hp = #ft(rpm/5252)
If I keep the rpm constant and increase the torque, the hp will always increase.
IF you keep the RPM constant at which the torque peaks. If you put in a smaller cam, you can make more peak torque at a lower RPM which will make a LOWER peak HP.

For instance, my Caddy 500 makes 525 lb-ft of torque at 3200 rpm and 500 hp at about 6000. If I swapped back to my last cam, I would be making 575 lb-ft of torque at 1900 rpm and only about 390 hp at 3900 rpm. There is a good example of how more torque can equal less HP.
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Old 02-14-2006, 09:04 AM
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Quote:
Originally Posted by curtis73
IF you keep the RPM constant at which the torque peaks. If you put in a smaller cam, you can make more peak torque at a lower RPM which will make a LOWER peak HP.

For instance, my Caddy 500 makes 525 lb-ft of torque at 3200 rpm and 500 hp at about 6000. If I swapped back to my last cam, I would be making 575 lb-ft of torque at 1900 rpm and only about 390 hp at 3900 rpm. There is a good example of how more torque can equal less HP.
Can you explain the math of that? If hp = t(rpm/k), how can you decrease the horsepower by increasing the torque at a specific rpm? Somehow the math doesn't fit here. If you're motor makes 400#ft at 2000 rpm and mine makes 500#ft at 2000 rpm, which makes more horsepower?
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Old 02-14-2006, 09:49 AM
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That answer depends on who makes more torque up top.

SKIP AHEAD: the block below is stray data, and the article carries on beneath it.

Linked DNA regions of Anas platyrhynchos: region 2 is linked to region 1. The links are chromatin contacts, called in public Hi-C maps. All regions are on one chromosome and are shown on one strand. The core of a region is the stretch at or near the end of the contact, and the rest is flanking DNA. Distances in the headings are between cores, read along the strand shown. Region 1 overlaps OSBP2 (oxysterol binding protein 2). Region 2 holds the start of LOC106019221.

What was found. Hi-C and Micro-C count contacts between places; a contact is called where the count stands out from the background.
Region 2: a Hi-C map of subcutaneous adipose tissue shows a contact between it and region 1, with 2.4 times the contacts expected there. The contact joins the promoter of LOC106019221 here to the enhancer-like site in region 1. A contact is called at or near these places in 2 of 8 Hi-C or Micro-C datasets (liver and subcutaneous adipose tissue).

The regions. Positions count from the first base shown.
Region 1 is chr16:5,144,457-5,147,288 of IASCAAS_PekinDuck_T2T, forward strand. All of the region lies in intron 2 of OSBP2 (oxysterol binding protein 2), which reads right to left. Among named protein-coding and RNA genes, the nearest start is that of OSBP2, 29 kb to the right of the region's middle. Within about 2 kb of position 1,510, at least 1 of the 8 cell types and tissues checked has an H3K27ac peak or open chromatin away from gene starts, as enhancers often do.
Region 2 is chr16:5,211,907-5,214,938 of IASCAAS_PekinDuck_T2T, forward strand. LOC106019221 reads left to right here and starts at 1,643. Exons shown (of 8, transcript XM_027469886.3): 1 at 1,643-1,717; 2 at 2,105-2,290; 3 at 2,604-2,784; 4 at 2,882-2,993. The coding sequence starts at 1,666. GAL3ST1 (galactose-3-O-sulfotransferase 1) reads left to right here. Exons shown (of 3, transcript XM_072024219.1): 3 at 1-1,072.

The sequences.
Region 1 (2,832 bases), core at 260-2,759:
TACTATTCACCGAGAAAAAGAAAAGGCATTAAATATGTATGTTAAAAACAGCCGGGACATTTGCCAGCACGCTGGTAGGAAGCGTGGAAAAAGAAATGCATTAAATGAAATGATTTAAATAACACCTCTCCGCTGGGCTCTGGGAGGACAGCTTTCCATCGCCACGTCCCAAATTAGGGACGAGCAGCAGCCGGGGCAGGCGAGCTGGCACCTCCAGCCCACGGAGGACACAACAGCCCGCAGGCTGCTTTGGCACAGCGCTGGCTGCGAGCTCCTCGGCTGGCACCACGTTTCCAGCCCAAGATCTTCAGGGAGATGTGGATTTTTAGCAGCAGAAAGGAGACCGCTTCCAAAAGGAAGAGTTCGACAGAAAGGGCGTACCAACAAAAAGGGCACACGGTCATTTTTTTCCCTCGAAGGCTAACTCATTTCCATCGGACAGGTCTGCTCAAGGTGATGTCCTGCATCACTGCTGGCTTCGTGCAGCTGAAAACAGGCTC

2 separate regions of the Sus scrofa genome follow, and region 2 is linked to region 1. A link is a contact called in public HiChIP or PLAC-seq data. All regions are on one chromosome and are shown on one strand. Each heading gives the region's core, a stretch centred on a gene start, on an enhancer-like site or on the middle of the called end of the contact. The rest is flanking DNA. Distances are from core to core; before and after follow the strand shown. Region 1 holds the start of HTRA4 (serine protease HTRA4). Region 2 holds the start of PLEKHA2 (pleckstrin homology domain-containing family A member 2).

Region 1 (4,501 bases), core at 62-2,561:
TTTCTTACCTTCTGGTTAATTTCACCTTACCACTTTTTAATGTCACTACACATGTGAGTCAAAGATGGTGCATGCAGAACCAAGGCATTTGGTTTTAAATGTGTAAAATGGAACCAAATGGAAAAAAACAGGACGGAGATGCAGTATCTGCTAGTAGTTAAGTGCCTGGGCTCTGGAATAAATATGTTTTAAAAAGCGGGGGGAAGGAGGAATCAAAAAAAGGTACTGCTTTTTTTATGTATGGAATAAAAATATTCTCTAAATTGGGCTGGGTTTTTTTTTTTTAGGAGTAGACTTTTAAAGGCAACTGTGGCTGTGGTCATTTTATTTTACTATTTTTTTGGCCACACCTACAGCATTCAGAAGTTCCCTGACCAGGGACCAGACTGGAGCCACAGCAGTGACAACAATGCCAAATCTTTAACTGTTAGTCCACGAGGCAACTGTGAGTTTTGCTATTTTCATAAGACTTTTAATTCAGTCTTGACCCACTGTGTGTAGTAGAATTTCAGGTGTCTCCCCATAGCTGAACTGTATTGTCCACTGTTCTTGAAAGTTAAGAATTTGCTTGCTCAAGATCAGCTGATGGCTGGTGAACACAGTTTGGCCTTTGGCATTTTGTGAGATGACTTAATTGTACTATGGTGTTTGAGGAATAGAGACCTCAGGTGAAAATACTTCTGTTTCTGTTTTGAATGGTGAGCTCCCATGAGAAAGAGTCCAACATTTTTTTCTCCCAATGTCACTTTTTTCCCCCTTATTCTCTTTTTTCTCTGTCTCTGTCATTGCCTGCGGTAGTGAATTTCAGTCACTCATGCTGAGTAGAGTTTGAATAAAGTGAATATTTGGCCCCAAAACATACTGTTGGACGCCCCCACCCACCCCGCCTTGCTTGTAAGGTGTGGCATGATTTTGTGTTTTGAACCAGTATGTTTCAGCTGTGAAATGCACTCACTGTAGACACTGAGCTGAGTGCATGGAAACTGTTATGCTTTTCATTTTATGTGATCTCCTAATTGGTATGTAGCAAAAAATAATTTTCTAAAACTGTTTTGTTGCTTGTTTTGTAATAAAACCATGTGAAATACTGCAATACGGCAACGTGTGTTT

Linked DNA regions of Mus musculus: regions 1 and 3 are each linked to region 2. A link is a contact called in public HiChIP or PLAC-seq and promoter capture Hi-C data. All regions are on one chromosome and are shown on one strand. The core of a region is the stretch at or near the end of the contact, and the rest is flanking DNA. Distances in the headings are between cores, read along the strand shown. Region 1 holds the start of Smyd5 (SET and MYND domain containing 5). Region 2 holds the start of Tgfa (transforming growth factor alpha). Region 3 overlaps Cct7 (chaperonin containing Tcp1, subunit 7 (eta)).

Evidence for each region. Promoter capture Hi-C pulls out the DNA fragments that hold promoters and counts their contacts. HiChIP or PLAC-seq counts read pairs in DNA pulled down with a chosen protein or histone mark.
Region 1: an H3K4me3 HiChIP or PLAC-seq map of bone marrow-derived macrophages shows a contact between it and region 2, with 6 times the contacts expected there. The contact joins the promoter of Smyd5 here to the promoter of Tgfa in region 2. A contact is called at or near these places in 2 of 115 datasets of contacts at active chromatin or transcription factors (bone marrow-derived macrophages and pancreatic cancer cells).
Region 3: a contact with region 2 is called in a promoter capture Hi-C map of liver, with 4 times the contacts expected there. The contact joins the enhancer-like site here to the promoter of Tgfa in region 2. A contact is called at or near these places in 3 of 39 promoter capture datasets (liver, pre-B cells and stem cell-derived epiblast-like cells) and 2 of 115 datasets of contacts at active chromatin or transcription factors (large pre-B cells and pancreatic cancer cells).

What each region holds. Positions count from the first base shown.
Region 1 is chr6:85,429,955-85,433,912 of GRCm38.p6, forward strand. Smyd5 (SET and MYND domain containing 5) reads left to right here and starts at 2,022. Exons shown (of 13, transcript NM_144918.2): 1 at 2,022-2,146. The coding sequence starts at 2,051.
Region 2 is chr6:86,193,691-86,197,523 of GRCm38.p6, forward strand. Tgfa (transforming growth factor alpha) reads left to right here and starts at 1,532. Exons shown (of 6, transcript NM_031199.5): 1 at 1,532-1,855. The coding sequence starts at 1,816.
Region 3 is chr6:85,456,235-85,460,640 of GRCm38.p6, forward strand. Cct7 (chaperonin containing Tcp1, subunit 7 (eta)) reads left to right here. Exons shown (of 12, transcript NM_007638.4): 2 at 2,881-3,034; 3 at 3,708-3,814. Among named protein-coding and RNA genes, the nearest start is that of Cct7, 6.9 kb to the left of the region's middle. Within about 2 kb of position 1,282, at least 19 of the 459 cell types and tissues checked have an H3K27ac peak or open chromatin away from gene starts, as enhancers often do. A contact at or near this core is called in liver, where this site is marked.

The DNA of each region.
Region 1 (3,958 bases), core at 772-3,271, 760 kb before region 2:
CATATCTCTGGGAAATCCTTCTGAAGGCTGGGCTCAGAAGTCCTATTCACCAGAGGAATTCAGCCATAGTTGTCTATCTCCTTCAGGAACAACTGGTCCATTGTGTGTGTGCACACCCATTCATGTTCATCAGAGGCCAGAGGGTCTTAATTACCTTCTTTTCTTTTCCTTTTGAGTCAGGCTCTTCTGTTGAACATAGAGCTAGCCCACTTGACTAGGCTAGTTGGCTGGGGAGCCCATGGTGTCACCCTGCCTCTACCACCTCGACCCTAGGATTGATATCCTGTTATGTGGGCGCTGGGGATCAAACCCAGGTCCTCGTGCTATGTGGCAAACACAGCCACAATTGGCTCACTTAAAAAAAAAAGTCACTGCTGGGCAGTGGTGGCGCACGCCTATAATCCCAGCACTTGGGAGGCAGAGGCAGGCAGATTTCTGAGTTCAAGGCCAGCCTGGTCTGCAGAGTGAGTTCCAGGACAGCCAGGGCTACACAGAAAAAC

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Old 02-14-2006, 10:12 AM
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You are implying that horsepower only occurs at one point? Most of my dyno charts have a continuous curve depicting horsepower. I find that at any point in the graph, as the torque increases, so does the horsepower.
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Old 02-14-2006, 10:38 AM
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Quote:
Originally Posted by onovakind67
Can you explain the math of that? If hp = t(rpm/k), how can you decrease the horsepower by increasing the torque at a specific rpm? Somehow the math doesn't fit here. If you're motor makes 400#ft at 2000 rpm and mine makes 500#ft at 2000 rpm, which makes more horsepower?
In that formula, the RPM is not just one RPM, its all of them. That formula is to find HP anywhere in the RPM range. HP = (TQ x RPM)/5250. Let's take an example. My Caddy 500 makes 525 hp at 3200 rpm. So to find the hp there, its (525 x 3200)/5250, or 320hp. At 3200 RPM, I'm only making 320 hp. As you can see, if you kept the same torque as the engine rose to 4000 RPM, at that RPM, the engine makes 400 hp. There is a point in the torque curve where the torque production starts dropping off faster than the RPMs rise. At that point, HP starts to fall.

On most dynos, they measure torque and simply calculate hp. The HP curve on a chart is simply taking the torque values at all rpm points and plugging them into that equation. So, if your engine makes a torque peak way down low, that means it drops off before that equation would make big hp numbers. 600 lb ft won't make much hp if it happens at 500 rpm. Let me make a couple charts to show you and I'll post again later.